After doing that, the decomposition component of scikit-learn gives us the SparsePCA function, which will be our tool of choice here. PCA determines which combinations of the original columns of the data best explain the observed variance in the data. It is these combinations which will make up our tag groupings. However, in practice normal PCA often results in every column in the original data set being used in the new description of the data. This is undesirable for our current context because we want a simple grouping of tags to jump out at us; it would do us no good if our predominant tag grouping involved in some degree all of the original tags; we would have the opposite problem where, rather than too many hyper-descriptive tags we have too few overly-general tags.

The way out of this is to use a sparse PCA algorithm, which constrains how many columns of the original data set can be used in generating principal components. From the sparse PCA algorithm we will (hopefully) achieve the goal of building robust groupings of tags based on, in some sense, their similarity to one another.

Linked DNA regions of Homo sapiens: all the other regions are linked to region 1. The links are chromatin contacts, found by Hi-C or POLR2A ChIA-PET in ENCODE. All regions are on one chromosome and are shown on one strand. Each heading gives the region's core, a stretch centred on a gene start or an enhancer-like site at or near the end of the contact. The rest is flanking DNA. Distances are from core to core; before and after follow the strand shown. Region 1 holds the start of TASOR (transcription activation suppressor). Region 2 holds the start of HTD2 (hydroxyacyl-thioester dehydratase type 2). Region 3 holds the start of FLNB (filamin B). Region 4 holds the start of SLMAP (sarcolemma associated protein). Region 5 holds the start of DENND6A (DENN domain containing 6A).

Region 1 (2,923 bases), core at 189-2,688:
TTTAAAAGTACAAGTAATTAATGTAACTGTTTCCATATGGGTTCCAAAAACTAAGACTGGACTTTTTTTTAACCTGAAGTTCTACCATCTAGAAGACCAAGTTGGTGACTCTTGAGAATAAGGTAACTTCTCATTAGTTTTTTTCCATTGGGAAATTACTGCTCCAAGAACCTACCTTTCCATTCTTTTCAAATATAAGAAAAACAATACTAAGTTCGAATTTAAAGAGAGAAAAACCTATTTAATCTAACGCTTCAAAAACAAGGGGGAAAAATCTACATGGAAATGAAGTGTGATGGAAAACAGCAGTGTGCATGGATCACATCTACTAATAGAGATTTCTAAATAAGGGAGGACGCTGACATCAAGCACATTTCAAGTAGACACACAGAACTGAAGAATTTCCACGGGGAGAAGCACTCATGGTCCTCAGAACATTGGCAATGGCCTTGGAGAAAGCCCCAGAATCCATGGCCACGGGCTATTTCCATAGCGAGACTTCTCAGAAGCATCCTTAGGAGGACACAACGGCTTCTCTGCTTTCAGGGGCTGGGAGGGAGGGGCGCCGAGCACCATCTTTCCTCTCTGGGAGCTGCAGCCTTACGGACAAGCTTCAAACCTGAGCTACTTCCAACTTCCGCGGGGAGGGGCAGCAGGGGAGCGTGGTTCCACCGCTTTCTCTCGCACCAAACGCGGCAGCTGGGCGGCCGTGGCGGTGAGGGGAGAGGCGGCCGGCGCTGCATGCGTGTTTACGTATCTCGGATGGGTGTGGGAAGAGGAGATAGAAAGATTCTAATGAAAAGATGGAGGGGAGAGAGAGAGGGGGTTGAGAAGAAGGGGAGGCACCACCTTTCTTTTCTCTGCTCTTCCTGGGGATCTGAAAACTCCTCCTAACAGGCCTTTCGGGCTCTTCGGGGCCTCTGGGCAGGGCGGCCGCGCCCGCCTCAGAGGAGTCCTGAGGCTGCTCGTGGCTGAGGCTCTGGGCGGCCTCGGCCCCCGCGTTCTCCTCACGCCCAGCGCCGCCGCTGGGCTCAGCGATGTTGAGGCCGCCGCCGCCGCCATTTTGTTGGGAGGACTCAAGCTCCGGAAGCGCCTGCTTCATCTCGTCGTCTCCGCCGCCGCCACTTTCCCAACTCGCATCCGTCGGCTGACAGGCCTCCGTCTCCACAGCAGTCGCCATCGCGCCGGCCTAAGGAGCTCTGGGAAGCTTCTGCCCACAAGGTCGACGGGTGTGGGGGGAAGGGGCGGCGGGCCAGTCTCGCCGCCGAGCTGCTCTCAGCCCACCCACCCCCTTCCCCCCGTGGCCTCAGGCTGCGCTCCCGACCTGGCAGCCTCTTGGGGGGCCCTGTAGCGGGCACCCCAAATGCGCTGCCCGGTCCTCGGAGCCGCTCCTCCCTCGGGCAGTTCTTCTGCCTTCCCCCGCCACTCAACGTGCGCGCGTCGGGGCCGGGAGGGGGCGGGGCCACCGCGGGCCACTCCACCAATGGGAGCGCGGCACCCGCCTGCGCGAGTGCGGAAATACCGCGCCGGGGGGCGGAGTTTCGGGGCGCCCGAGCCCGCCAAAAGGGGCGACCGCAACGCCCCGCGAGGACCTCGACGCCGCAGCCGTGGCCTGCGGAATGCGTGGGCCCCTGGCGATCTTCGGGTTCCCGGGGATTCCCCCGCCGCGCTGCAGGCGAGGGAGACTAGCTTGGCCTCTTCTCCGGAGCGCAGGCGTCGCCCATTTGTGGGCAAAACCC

The way we should interpret the results is that the algorithm has generated new, higher level tags, made up of the original tags. We have to interpret the tags now as continuous numerical quantities, not as single entries of 0 or 1. This turns out to be not so difficult of a task; we can replace the notion of a tag being present or not with simply a level of belief (my words, not a rigorous term) that this tag is appropriate for this particular event. For example, if I were to describe a particular event to you as recording in the Accidental Shooting column the value “.8”, this should be taken to mean that “more likely than not this was an accidental shooting”.